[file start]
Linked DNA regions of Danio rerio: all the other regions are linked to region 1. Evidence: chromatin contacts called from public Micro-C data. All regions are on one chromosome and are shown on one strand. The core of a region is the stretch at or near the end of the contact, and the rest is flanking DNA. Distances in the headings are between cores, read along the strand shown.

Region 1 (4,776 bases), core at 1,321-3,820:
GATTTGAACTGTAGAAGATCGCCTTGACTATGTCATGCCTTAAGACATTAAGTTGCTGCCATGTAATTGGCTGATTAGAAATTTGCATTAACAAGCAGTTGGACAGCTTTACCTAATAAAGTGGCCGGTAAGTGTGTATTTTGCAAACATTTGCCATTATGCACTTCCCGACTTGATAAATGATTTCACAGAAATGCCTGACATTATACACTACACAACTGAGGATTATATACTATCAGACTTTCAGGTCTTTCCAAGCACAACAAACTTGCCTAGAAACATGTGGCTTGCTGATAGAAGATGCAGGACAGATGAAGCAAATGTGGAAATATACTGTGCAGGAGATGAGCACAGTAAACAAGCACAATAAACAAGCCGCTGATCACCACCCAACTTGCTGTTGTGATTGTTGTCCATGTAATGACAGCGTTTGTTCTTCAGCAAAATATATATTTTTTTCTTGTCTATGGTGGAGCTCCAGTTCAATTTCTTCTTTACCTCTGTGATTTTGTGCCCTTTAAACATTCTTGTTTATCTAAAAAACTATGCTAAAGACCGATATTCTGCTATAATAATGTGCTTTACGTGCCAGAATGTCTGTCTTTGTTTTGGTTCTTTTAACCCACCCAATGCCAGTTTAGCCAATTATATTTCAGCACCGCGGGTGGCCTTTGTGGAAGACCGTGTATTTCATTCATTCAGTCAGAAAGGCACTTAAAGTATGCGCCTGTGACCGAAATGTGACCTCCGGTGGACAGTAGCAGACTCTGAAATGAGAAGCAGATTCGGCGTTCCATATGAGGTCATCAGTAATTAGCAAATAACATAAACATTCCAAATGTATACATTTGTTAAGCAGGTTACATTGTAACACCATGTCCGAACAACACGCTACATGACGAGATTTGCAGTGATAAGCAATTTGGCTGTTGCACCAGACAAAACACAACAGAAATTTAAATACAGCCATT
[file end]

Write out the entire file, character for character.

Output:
Linked DNA regions of Danio rerio: all the other regions are linked to region 1. Evidence: chromatin contacts called from public Micro-C data. All regions are on one chromosome and are shown on one strand. The core of a region is the stretch at or near the end of the contact, and the rest is flanking DNA. Distances in the headings are between cores, read along the strand shown.

Region 1 (4,776 bases), core at 1,321-3,820:
GATTTGAACTGTAGAAGATCGCCTTGACTATGTCATGCCTTAAGACATTAAGTTGCTGCCATGTAATTGGCTGATTAGAAATTTGCATTAACAAGCAGTTGGACAGCTTTACCTAATAAAGTGGCCGGTAAGTGTGTATTTTGCAAACATTTGCCATTATGCACTTCCCGACTTGATAAATGATTTCACAGAAATGCCTGACATTATACACTACACAACTGAGGATTATATACTATCAGACTTTCAGGTCTTTCCAAGCACAACAAACTTGCCTAGAAACATGTGGCTTGCTGATAGAAGATGCAGGACAGATGAAGCAAATGTGGAAATATACTGTGCAGGAGATGAGCACAGTAAACAAGCACAATAAACAAGCCGCTGATCACCACCCAACTTGCTGTTGTGATTGTTGTCCATGTAATGACAGCGTTTGTTCTTCAGCAAAATATATATTTTTTTCTTGTCTATGGTGGAGCTCCAGTTCAATTTCTTCTTTACCTCTGTGATTTTGTGCCCTTTAAACATTCTTGTTTATCTAAAAAACTATGCTAAAGACCGATATTCTGCTATAATAATGTGCTTTACGTGCCAGAATGTCTGTCTTTGTTTTGGTTCTTTTAACCCACCCAATGCCAGTTTAGCCAATTATATTTCAGCACCGCGGGTGGCCTTTGTGGAAGACCGTGTATTTCATTCATTCAGTCAGAAAGGCACTTAAAGTATGCGCCTGTGACCGAAATGTGACCTCCGGTGGACAGTAGCAGACTCTGAAATGAGAAGCAGATTCGGCGTTCCATATGAGGTCATCAGTAATTAGCAAATAACATAAACATTCCAAATGTATACATTTGTTAAGCAGGTTACATTGTAACACCATGTCCGAACAACACGCTACATGACGAGATTTGCAGTGATAAGCAATTTGGCTGTTGCACCAGACAAAACACAACAGAAATTTAAATACAGCCATT